FDA Panel recommends keeping Avandia on the market


July 16, 2010

FDA Panel recommends keeping Avandia on the market

In a split decision vote 20 to 12, an FDA panel has decided to leave diabetes drug Avandia on the market despite recent studies suggesting that Avandia can increase heart risks such as heart attack or heart disease.

GlaxoSmithKline the manufacturer of Avandia says it expects to take a $2.6 billion hit in the second quarter to settle lawsuits for Avandia as well Paxil. Paxil has also has a checker history with safety as an antidepressant linked to birth defects as well as manufacturing problems at a pharmaceutical plant in Puerto Rico.

Oddly enough to the drug maker this huge loss is actually good news. Many stock analysts expected the company could have been exposed to as much as $6 billion in potential damages or losses if the FDA took Avandia off the market, according to the Wall Street Journal. It’s not all roses for GSK as it’s widely believed many of the people taking Avandia will move to a less risky diabetes drug such as Actos.

Not all doctors will immediately move their patients off Avandia. A small coalition of diabetes doctors is actually recommended that Avandia patients remain on the drug until they can find other treatment options. That’s despite the fact that studies have suggested an increased risk of heart attacks, strokes and death in some users.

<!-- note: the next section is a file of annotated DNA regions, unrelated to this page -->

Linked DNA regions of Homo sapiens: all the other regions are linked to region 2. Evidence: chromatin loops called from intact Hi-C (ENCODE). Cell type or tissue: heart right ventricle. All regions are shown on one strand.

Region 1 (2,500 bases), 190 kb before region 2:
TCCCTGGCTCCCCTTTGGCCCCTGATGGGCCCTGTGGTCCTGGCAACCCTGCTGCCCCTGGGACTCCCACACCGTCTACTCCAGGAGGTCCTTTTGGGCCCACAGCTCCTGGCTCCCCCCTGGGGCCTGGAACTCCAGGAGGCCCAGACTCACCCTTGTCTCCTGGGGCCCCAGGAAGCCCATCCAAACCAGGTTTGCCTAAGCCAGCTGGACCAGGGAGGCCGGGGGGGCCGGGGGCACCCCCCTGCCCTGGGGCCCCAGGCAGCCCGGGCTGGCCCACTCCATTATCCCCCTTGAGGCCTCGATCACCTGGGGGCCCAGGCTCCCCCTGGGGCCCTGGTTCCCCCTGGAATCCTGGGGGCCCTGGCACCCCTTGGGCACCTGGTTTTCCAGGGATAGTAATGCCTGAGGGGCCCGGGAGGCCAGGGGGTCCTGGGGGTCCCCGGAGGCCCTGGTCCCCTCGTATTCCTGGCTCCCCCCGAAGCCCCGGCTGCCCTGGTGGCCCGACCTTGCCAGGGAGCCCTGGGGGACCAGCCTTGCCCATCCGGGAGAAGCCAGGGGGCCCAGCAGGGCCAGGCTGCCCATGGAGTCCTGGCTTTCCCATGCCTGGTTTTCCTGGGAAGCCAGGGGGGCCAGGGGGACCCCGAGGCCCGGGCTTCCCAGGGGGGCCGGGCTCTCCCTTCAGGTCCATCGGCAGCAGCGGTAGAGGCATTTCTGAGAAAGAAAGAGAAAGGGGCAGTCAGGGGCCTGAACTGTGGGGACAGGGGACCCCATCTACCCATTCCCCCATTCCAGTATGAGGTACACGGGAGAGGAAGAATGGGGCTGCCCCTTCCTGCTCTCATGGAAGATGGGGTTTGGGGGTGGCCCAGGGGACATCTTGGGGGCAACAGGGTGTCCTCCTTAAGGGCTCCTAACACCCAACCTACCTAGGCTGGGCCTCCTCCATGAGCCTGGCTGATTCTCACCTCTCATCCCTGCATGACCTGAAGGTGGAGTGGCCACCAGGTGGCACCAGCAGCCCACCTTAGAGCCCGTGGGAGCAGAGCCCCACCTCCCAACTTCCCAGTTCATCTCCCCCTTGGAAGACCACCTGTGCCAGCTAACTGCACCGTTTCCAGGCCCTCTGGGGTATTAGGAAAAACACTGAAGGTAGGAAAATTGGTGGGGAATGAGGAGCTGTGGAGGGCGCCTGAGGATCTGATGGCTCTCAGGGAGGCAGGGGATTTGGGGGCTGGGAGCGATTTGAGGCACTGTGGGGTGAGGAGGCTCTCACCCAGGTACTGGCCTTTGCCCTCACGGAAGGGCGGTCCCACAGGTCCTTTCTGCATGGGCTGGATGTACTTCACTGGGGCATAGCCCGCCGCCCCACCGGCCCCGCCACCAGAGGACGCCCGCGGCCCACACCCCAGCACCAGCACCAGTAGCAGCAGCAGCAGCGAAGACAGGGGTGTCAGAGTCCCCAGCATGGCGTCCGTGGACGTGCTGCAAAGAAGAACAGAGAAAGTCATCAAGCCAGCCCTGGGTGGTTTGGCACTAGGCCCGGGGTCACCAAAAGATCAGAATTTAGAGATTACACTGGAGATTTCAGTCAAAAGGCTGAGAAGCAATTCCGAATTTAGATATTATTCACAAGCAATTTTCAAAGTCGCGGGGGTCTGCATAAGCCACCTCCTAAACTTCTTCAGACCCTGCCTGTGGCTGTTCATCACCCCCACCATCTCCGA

“Why give a drug with restrictions when a similar drug which has studies that did not show the bad outcomes of Avandia could be used instead,” said Dr. Jacob Warman, chief of endocrinology at The Brooklyn Hospital Center in New York City. “I don’t see anybody willing to take Avandia when they could take Actos.”

In a joint statement released Wednesday after the vote, the Endocrine Society, the American Diabetes Association and the American Association of Clinical Endocrinologists urged patients not to change any drug regimens without first talking to their doctor.

“Patients should continue taking all currently prescribed medications unless instructed otherwise by their health care provider,” Dr. Robert A. Vigersky, immediate past president of The Endocrine Society, said in the statement. “Stopping diabetes medications can cause significant harm and result in higher levels of blood glucose that may cause severe short-term health problems and could increase the risk of diabetes-related complications in the long term.”

The statement added that “reports regarding the cardiovascular safety of rosiglitazone [Avandia] have not been definitive,” while also pointing out that other drug options are available.

Publisher: Salient News


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